Notes: Positive values indicate counterclockwise angular momentum and negative values clockwise angular momentum viewed with the positive anteroposterior axis
pointing towards the observer. BT, ball toss; MEF, instant of maximal elbow flexion; RLP, instant when the racket reached its lowest point; MER, instant of maximal
external rotation of the shoulder; BI, ball impact. * The highest significant relationships between segmental angular momentums and ball velocity (i.e. r . 0.70 and
p , 0.001).
Professional tennis players serve
9
10 C. Martin et al.

speeds from players with the lowest ball speeds. In the same way, Chow et al. (2009) reported
that right-handed advanced players had significantly greater left lateral flexion than the
advanced intermediate players during the tennis serve. As a consequence, to maximize ball
velocity, players would benefit from a coaching of the anteroposterior rotation of the trunk.
First, the positive trunk angular momentum about the anteroposterior axis increases the
downward rotation of the racket during the back loop. Then, the negative trunk angular
momentum about the same axis elevates the dominant shoulder and lowers the opposite arm
and therefore allows the player to reach a higher impact height. Moreover, it is well known
that the distance over which racket speed can be developed is critical in producing explosive
strokes (Elliott, 2003). Finally, Elliott (2006) suggested that the anteroposterior rotation of
the trunk enables internal rotation of the upper arm at the shoulder to play an important role
in the serve action.
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Relationships between angular momentum of the upper arm and ball velocity
The transverse axis angular momentum of the upper arm was significantly correlated to ball
velocity for the MEF RLP, RLP MER, and MER BI phases, whereas the anteroposterior
component was in the last two phases (RLP MER and MER BI). These results are in
accordance with previous findings that showed a contribution of 6.4 12.9% of the
transverse and anteroposterior rotations of the upper arm to the speed of the racket in the
final part of the serve (Elliott et al., 1995; Gordon & Dapena, 2006; Tanabe and Ito, 2007).
Moreover, Cohen et al. (1994) found a significant correlation between increased dominant
shoulder flexion and serve velocity in competitive tennis players. In baseball, it has been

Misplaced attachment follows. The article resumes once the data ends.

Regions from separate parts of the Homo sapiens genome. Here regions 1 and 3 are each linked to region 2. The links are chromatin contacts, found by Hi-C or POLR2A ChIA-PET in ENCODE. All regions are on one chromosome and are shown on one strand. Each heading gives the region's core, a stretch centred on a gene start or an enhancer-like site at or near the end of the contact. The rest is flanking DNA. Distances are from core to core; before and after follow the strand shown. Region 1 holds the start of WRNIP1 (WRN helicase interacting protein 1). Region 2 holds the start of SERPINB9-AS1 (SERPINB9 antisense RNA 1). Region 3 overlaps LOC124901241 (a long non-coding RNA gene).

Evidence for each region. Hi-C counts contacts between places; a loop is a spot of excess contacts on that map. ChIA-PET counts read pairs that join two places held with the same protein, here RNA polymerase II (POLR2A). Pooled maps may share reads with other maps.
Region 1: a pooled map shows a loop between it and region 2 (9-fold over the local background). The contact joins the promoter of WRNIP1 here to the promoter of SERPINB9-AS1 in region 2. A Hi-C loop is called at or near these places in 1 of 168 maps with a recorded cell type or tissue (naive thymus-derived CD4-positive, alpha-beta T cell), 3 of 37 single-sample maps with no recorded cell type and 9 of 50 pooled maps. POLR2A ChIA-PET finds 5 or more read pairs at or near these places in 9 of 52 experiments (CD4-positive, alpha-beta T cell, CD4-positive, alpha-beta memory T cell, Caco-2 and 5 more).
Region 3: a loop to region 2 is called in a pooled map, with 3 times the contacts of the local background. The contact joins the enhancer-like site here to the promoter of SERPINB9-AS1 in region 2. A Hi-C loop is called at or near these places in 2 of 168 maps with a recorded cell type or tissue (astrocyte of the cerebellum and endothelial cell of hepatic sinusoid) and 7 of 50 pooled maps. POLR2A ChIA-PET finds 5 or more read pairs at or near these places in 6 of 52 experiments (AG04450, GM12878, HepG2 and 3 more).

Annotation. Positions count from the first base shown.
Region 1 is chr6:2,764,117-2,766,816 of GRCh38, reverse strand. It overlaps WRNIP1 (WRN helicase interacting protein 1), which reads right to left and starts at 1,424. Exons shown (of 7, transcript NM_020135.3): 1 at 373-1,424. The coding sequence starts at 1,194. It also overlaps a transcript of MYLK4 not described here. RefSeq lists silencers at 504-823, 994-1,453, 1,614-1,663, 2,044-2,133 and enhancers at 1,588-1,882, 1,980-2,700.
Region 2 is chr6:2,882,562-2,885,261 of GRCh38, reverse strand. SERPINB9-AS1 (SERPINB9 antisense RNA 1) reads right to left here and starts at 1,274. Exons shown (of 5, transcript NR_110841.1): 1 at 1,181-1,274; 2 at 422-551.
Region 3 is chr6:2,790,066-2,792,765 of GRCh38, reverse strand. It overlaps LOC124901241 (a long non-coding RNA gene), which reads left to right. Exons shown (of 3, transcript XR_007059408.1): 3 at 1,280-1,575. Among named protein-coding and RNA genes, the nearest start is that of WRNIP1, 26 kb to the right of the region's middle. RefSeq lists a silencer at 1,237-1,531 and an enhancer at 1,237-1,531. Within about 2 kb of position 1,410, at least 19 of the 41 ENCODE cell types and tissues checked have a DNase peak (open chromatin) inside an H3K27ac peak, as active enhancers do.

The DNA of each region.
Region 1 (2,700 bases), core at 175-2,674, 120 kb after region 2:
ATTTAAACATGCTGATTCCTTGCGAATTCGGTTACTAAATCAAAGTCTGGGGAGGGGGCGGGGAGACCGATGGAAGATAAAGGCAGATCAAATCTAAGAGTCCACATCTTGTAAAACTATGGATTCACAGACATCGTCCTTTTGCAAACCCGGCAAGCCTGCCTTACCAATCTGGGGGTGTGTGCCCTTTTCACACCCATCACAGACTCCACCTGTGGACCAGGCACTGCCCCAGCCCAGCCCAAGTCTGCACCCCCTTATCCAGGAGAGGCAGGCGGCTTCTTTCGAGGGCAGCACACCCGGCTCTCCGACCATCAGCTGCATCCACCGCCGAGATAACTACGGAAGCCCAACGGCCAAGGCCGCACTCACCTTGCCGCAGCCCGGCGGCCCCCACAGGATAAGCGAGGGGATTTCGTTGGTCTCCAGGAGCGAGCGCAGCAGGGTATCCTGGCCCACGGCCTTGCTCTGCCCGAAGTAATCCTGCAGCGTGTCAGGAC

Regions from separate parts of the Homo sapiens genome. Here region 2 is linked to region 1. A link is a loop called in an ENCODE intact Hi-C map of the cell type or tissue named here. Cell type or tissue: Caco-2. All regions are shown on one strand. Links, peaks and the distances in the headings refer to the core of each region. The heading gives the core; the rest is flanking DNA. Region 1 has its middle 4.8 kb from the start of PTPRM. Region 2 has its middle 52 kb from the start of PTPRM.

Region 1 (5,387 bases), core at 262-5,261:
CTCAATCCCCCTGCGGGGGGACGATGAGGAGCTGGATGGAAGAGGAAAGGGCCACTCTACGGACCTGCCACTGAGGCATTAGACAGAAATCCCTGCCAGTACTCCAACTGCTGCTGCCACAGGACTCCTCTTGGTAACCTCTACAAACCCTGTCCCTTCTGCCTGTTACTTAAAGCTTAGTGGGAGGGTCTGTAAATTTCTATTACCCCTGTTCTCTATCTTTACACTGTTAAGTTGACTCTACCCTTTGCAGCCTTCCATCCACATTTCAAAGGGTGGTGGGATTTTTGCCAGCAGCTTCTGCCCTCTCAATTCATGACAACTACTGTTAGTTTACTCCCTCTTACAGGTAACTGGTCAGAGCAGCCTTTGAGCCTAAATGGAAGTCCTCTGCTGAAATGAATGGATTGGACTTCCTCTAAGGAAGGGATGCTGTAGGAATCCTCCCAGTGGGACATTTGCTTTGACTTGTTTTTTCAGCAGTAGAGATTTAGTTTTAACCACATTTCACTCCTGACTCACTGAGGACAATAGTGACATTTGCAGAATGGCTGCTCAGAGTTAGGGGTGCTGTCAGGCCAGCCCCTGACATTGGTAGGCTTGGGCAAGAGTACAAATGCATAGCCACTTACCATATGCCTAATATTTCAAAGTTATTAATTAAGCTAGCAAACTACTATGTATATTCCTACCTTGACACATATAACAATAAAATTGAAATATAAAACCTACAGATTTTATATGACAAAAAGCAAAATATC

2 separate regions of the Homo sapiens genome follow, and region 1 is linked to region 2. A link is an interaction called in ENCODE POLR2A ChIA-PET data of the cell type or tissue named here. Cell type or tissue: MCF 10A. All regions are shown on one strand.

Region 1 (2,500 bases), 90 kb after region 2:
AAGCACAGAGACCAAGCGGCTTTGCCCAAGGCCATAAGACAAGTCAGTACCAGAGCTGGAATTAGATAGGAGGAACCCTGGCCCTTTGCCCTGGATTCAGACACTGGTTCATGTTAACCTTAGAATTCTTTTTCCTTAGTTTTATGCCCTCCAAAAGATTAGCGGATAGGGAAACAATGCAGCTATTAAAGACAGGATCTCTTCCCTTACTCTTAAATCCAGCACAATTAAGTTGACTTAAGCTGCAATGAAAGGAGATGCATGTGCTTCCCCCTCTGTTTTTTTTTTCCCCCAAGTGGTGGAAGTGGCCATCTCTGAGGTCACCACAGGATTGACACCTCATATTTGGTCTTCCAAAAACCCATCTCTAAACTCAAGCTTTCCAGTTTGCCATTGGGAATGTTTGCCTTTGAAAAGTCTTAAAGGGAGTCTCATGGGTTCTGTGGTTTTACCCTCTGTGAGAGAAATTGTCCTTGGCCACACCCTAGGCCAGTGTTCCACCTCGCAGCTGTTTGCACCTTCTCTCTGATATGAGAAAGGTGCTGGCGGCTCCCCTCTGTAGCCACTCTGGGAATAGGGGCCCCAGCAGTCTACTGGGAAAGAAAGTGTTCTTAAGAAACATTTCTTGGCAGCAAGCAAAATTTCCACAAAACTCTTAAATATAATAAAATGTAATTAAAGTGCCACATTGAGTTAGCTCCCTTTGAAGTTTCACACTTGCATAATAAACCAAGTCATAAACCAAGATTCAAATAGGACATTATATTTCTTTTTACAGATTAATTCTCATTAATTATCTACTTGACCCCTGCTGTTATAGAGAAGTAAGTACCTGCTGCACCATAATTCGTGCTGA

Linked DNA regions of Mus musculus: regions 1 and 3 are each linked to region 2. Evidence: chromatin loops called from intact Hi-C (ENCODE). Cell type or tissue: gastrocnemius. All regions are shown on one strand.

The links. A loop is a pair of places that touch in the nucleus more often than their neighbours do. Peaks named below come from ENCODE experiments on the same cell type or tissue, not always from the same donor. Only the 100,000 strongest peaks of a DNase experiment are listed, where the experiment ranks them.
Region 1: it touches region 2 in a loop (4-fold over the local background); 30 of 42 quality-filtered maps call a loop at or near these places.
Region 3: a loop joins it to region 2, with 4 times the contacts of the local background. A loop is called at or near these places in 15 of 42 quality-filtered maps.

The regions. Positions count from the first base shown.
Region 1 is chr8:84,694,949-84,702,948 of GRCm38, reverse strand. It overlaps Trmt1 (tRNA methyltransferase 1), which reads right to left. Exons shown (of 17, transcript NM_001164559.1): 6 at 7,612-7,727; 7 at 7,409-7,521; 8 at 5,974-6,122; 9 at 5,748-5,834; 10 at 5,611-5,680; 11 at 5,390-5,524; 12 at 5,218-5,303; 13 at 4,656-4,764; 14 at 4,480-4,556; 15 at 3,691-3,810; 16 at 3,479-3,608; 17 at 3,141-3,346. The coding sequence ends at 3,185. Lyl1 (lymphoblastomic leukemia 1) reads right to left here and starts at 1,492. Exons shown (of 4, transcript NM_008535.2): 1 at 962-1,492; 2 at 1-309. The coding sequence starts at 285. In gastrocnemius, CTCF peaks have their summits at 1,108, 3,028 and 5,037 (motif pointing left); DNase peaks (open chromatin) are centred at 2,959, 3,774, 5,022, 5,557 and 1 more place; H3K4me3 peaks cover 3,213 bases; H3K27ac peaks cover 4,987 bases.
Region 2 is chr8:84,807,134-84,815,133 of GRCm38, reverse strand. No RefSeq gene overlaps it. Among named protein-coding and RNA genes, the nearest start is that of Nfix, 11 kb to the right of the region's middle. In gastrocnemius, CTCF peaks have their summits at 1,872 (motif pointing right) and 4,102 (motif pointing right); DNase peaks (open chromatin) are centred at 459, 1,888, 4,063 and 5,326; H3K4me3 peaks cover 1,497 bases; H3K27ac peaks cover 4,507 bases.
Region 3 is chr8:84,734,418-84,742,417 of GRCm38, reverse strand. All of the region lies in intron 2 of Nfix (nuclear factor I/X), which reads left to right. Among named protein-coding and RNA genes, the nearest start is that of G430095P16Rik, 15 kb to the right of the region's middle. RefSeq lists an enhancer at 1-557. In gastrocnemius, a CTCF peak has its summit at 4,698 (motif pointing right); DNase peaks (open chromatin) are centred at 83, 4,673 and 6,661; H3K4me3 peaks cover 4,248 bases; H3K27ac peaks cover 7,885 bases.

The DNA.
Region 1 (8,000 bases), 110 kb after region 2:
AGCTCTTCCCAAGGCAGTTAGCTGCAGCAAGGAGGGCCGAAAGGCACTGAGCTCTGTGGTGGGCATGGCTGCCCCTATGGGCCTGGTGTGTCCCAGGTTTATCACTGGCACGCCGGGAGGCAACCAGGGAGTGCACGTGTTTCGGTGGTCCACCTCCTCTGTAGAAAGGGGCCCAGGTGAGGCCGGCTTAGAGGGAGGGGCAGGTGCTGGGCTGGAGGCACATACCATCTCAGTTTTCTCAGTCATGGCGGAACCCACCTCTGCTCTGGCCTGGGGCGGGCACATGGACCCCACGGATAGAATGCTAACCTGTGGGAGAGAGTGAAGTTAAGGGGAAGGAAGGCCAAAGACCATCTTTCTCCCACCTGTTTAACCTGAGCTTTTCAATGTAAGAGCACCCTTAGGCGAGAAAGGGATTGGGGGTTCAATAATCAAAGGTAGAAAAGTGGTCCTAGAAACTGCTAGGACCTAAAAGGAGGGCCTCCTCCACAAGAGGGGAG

reported that improper shoulder abduction was correlated to lower ball velocity (Matsuo
et al., 2002). Transverse and anteroposterior upper arm rotations are important factors to
increase ball velocity by influencing forward linear velocity of the elbow. In addition,
transverse and anteroposterior upper arm rotations participate in elevating the shoulder until
a fixed position in space. Once the shoulder becomes fixed in space, the segments of the
upper limb are free to rotate about the shoulder joint with an increase of angular velocity over
time (Elliott et al., 1986; Bahamonde, 2000).

Relationships between angular momentum of the forearm and ball velocity


The transverse axis angular momentum of the forearm was significantly correlated to ball
velocity in all four phases of the serve. The larger elbow extension angular velocity
(1510 ^ 3108/s) for professional tennis players (Fleisig et al., 2003) than for amateur players
(1230 ^ 1808/s) (Elliott et al., 1995) reflects the importance of that segmental rotation.
Indeed, a greater angular momentum of the forearm about the transverse axis increases the
forward linear velocity of the wrist and is thus important for accelerating the racket and,
therefore, the ball. Relationships between serve velocity and elbow extension torque
production in tennis players also have been reported (Ellenbecker, 1991; Cohen et al.,
1994). As mentioned by Gordon and Dapena (2006), after approximately RLP, there is a
rapid increase in the contribution of elbow extension to the speed of the racket. Before BI,
the contribution of elbow extension to racket speed has been reported to be quite large
(13.5 ^ 3.6 m/s) in intercollegiate tennis players. Tanabe and Ito (2007) reported a small
contribution (3.2 ^ 6.0%) for the elbow extension to horizontal racket head velocity at BI.
Surprisingly, however, Elliott et al. (1995) found that forearm extension played a negative
role (-14.4%) in the forward velocity of the centre of the racket at impact. These
discrepancies appear to be the results of differences in the level of players tested and in the
Professional tennis players serve 11

method used to evaluate contributions of segmental rotations to racket speed in the tennis
serve, as explained by Gordon and Dapena (2006). Indeed, Elliott et al. (1995) and Tanabe